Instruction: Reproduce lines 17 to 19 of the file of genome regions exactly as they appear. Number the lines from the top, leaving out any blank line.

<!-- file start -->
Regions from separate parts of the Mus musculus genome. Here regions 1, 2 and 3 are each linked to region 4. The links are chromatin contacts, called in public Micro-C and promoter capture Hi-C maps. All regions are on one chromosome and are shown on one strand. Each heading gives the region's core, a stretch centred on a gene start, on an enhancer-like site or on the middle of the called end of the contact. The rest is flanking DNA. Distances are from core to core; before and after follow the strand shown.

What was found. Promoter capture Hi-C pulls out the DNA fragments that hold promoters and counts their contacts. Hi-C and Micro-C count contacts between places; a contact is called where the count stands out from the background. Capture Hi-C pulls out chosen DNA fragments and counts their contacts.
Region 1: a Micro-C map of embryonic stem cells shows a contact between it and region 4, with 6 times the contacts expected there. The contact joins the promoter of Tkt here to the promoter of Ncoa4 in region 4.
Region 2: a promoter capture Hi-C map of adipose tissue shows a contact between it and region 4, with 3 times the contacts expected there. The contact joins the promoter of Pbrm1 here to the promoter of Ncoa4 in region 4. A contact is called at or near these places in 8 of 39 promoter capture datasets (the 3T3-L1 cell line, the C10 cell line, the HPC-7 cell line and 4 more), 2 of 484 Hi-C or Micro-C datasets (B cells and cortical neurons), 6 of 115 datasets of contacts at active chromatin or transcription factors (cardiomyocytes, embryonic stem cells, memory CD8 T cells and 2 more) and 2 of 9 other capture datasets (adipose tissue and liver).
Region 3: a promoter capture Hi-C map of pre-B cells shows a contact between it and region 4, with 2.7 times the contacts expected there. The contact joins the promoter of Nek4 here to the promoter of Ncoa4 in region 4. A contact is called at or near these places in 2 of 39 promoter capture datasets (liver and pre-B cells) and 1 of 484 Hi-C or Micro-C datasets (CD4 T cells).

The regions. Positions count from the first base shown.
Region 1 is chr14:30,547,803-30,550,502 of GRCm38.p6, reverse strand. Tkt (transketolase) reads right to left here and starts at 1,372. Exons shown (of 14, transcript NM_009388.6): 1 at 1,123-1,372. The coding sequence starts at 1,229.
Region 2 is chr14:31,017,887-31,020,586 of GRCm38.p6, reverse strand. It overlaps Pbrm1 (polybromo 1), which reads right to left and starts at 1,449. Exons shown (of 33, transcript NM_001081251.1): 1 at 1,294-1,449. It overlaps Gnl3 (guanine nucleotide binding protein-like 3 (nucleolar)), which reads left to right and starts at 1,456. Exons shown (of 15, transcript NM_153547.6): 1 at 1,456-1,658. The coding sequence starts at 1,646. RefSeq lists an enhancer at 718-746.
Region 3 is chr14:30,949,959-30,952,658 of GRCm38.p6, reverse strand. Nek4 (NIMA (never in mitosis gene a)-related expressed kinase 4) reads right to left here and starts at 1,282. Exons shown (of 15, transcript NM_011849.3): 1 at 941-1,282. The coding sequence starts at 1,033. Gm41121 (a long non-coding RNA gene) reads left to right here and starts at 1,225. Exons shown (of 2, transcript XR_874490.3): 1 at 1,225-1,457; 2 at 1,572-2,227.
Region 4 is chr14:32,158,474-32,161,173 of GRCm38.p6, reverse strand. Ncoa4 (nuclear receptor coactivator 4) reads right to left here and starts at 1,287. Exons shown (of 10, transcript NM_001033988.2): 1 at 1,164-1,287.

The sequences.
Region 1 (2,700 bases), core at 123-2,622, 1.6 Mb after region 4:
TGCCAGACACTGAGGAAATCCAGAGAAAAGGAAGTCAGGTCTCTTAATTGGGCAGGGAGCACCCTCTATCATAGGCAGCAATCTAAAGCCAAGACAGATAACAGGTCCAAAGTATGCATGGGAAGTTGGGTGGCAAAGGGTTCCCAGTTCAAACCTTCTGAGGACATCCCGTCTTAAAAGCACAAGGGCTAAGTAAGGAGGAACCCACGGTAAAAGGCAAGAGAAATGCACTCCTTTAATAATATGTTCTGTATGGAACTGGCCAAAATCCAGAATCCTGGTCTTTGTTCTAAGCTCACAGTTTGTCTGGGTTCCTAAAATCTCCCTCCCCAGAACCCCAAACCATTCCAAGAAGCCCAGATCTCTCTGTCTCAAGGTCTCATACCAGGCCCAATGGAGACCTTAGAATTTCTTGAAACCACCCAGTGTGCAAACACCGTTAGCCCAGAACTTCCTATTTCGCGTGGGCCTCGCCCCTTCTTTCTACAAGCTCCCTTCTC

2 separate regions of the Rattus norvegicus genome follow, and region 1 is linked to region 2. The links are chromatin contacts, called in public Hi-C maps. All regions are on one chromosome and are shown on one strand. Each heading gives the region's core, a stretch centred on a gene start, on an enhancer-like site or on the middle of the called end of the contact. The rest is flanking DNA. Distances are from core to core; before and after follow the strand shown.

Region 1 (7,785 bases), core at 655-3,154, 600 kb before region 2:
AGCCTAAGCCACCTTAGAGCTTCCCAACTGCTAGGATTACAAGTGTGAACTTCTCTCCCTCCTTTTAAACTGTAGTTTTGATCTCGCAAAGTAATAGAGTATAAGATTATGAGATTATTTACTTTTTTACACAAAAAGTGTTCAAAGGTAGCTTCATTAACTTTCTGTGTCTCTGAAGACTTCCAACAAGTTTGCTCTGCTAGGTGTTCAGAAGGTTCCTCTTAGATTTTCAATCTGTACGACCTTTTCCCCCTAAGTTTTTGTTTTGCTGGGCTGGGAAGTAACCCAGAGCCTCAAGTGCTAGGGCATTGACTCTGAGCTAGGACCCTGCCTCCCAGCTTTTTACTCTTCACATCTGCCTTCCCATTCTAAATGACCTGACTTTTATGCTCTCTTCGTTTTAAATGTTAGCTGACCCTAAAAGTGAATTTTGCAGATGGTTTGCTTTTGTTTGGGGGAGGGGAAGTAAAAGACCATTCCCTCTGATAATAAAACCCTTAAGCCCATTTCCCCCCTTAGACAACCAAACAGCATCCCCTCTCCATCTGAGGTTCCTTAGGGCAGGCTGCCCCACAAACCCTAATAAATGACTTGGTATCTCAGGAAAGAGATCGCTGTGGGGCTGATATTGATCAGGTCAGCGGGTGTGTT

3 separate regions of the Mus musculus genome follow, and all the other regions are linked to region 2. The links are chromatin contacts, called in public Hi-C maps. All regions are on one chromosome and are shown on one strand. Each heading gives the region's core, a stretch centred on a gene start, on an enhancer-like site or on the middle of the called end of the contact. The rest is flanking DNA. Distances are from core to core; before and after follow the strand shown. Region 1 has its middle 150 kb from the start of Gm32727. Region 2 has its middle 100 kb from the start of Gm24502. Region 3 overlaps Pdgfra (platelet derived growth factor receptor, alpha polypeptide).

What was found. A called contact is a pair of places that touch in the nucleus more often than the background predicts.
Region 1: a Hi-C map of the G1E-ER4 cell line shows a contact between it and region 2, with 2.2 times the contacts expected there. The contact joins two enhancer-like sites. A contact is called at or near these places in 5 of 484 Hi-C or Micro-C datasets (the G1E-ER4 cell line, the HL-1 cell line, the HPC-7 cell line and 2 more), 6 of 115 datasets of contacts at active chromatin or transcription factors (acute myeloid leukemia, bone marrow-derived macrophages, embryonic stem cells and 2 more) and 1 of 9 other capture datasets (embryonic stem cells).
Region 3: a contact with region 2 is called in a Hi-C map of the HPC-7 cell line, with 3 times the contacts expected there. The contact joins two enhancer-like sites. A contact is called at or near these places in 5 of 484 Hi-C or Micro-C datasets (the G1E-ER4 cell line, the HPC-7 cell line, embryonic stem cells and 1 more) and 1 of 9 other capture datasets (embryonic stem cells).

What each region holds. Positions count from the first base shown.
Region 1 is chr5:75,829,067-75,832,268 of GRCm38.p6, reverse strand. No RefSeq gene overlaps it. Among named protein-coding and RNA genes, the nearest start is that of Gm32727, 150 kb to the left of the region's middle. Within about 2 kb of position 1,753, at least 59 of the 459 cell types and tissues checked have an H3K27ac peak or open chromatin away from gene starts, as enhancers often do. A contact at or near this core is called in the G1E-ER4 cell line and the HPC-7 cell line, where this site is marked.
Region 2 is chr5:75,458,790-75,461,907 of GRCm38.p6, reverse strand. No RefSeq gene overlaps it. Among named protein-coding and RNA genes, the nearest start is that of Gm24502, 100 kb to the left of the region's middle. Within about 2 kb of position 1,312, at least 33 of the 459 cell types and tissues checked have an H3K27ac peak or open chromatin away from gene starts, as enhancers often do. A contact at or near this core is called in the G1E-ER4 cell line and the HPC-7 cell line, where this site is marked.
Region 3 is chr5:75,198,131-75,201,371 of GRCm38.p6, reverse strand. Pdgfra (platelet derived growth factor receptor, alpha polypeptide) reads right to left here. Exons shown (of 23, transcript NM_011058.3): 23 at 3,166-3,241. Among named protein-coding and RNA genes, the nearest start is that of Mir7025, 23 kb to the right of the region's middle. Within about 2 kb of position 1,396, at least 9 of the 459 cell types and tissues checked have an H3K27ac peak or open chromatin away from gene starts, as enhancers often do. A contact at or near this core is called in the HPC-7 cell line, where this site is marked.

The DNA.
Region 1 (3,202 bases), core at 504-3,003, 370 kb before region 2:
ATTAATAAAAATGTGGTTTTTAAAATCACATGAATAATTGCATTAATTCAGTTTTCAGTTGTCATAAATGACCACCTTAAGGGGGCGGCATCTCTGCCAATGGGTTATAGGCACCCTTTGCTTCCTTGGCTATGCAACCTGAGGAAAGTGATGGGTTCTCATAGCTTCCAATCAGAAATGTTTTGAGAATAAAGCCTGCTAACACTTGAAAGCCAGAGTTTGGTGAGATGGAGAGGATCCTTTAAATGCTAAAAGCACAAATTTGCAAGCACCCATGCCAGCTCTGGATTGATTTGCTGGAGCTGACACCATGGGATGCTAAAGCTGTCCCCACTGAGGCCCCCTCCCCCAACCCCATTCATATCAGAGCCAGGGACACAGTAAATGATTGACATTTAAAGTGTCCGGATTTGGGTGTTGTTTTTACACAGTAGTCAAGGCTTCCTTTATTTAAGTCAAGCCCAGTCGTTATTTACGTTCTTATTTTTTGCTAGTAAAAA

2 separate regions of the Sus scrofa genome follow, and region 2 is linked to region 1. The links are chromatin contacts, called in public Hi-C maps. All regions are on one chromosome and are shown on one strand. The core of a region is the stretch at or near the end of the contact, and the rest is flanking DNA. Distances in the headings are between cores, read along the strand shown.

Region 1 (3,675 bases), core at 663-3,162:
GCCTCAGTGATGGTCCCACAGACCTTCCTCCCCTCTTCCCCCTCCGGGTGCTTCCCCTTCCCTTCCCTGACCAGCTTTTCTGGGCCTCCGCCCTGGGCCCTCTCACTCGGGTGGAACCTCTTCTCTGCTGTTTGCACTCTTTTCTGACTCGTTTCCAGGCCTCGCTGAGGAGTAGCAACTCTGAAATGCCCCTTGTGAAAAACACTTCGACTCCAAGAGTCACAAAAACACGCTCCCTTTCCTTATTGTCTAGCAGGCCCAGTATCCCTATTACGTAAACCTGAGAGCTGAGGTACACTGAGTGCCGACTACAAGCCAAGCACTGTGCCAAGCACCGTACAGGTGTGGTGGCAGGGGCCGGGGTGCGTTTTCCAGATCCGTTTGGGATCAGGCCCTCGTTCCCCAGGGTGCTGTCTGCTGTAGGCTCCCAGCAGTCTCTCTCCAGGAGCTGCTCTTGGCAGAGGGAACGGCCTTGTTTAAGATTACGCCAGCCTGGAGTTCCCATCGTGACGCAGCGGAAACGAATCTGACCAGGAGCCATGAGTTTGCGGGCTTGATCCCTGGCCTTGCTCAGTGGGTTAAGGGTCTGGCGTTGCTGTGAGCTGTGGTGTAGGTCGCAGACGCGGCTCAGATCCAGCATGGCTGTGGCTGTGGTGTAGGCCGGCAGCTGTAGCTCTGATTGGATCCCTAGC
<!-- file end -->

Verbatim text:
3 separate regions of the Mus musculus genome follow, and all the other regions are linked to region 2. The links are chromatin contacts, called in public Hi-C maps. All regions are on one chromosome and are shown on one strand. Each heading gives the region's core, a stretch centred on a gene start, on an enhancer-like site or on the middle of the called end of the contact. The rest is flanking DNA. Distances are from core to core; before and after follow the strand shown. Region 1 has its middle 150 kb from the start of Gm32727. Region 2 has its middle 100 kb from the start of Gm24502. Region 3 overlaps Pdgfra (platelet derived growth factor receptor, alpha polypeptide).

What was found. A called contact is a pair of places that touch in the nucleus more often than the background predicts.
Region 1: a Hi-C map of the G1E-ER4 cell line shows a contact between it and region 2, with 2.2 times the contacts expected there. The contact joins two enhancer-like sites. A contact is called at or near these places in 5 of 484 Hi-C or Micro-C datasets (the G1E-ER4 cell line, the HL-1 cell line, the HPC-7 cell line and 2 more), 6 of 115 datasets of contacts at active chromatin or transcription factors (acute myeloid leukemia, bone marrow-derived macrophages, embryonic stem cells and 2 more) and 1 of 9 other capture datasets (embryonic stem cells).